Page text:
If you are longing for one last binge session before facing the end of your one month trial with Netflix, check out the satirical crime mockumentary “American Vandal.”
With eight episodes of escalating drama and comedy, “American Vandal” has flipped the switch on true-crime dramas and exploited a long running joke about the male member. The creators behind the series, Tony Yacenda and Dan Perrault, have done work for “Funny or Die” and “College Humor” and have a distinct taste for unconventional humor and wacky punch lines.
It’s easy to sneer at “American Vandal” as irresponsible and childish based on its premise. The true-crime parody follows two high school aspiring documentarians at the fictional Hanover High School in California. Peter Maldonado (Tyler Alvarez) and Sam Ecklund (Griffin Gluck) attempt to hunt down the suspect that vandalized 27 faculty vehicles with graffiti of male genitalia. The prime suspect is a beefy, dumbfounded jock named Dylan Maxwell (Jimmy Tatro) whose argument of defense is that he’s simply too dumb to have slyly erased the security footage.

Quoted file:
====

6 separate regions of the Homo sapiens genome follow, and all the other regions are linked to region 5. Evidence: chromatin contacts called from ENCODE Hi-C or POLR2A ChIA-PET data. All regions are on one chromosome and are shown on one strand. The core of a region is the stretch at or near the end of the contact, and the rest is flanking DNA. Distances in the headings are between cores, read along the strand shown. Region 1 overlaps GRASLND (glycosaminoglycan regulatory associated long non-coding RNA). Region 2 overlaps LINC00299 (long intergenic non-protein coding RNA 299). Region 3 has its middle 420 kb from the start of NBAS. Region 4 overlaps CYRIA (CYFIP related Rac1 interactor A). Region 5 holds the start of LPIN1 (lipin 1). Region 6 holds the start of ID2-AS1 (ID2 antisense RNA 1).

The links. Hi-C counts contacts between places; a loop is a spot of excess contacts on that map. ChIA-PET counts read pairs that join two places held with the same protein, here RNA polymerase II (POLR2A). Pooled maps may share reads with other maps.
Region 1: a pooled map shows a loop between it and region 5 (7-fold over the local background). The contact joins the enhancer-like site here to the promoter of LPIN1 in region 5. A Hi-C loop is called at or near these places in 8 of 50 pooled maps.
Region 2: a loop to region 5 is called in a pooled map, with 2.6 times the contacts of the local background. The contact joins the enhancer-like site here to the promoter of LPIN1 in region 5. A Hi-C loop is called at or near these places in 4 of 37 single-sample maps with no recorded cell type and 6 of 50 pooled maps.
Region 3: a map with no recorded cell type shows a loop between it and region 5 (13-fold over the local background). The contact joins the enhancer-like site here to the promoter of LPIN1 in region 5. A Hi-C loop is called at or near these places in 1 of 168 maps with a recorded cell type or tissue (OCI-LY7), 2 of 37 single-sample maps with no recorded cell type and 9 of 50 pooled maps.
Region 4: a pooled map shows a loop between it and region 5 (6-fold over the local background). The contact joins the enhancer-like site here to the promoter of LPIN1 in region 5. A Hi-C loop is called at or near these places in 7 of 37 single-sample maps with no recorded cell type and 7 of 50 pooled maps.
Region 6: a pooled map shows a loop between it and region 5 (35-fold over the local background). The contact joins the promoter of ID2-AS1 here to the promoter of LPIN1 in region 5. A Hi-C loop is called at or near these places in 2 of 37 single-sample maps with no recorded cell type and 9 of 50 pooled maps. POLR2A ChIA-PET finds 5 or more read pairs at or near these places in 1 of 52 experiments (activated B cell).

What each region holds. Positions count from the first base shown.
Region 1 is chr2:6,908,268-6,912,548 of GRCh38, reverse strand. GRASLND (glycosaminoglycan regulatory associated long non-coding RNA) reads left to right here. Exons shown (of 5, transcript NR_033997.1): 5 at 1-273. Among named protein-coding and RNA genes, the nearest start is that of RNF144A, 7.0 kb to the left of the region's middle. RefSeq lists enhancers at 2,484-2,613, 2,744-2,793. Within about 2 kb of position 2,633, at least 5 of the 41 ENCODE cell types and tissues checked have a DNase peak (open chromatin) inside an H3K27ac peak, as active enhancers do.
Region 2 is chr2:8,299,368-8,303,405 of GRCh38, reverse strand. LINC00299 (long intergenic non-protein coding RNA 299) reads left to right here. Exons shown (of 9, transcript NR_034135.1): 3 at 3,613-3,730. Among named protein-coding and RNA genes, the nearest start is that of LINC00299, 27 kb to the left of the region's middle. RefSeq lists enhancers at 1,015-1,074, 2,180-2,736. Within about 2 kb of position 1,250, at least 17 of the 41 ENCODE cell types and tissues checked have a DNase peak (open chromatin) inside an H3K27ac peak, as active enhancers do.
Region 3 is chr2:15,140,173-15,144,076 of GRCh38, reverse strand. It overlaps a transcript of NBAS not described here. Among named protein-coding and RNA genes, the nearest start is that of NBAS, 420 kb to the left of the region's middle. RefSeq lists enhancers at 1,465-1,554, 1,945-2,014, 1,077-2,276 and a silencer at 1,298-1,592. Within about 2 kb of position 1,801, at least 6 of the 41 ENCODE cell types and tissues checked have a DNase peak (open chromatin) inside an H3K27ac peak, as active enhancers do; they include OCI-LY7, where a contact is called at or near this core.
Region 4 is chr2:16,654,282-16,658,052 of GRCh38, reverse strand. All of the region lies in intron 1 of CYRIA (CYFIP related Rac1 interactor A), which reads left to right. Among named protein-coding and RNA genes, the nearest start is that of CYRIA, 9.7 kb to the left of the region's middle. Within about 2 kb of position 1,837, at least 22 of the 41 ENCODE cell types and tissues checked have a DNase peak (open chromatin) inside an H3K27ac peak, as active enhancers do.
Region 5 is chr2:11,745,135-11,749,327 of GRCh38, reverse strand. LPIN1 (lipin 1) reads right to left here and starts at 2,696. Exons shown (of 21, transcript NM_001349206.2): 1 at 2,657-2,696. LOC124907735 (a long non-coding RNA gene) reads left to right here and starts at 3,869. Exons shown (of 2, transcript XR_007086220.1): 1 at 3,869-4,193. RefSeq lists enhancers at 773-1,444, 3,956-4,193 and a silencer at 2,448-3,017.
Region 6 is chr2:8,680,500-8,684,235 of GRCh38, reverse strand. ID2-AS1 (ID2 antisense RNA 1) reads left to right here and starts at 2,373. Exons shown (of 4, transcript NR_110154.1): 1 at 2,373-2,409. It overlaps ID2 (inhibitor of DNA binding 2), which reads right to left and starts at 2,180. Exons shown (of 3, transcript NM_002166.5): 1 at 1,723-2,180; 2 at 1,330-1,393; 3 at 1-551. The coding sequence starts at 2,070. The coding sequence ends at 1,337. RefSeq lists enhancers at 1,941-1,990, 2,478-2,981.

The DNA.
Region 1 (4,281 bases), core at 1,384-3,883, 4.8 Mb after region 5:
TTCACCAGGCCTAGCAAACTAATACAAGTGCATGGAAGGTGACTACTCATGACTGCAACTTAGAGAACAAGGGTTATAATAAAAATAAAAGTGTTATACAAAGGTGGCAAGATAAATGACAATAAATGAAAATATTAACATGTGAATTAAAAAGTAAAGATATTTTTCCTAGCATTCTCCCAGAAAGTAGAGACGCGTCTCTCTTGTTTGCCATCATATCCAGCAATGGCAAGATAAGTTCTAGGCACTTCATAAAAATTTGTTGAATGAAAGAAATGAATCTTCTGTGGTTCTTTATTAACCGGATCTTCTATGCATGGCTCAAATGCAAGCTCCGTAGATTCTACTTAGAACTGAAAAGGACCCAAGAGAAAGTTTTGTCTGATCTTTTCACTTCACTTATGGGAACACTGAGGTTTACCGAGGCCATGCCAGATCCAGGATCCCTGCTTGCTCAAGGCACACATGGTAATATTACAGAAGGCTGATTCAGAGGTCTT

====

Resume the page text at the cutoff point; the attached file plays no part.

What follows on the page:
Dylan’s reputation for drawing penises and being a menace to his teachers makes it easy for the board and his peers to turn against him and frame him as the primary offender. Nevertheless, Peter remains unbiased throughout the investigation, turning every rock and following every lead in brilliant play-by-play evaluations. The icing on the cake is how the show is sliced together. “American Vandal” innocently toys with serious crime language and mimics the style of true-crime shows like “Making a Murderer.” The narration is like that of the investigative podcast “Serial” but with more grayscale footage, and a CGI (computer-generated imagery) reconstruction of an alleged summer camp sexual encounter that is more like watching a ballet.
The main part of the series that’s easily taken for granted is the acting from the cast. It can not be easy for the cast to perform as “real people” testifying against a case this serious. Even if the subject of “American Vandal” is abnormal, it pulls you in different directions with twisted developments and conflicts that force the viewer to obsess over the fate of not just Dylan but the entirety of the investigation. “American Vandal” is simple but exquisitely executed in a way that envelops the viewer in an experience like no other. It is unimaginably hyper-serious but serves as a trivial delight to anyone who loves true-crime and high school drama, because many of us can relate to high school feeling like a time that served more questions than answers.
I recommend you start to look for friends with access to Netflix because the series has been approved for a second season. This time Peter will turn his attention to a new school and new students. “American Vandal” is pushing Netflix far in front of its competitors and it isn’t finished yet. Hats off to you, Netflix.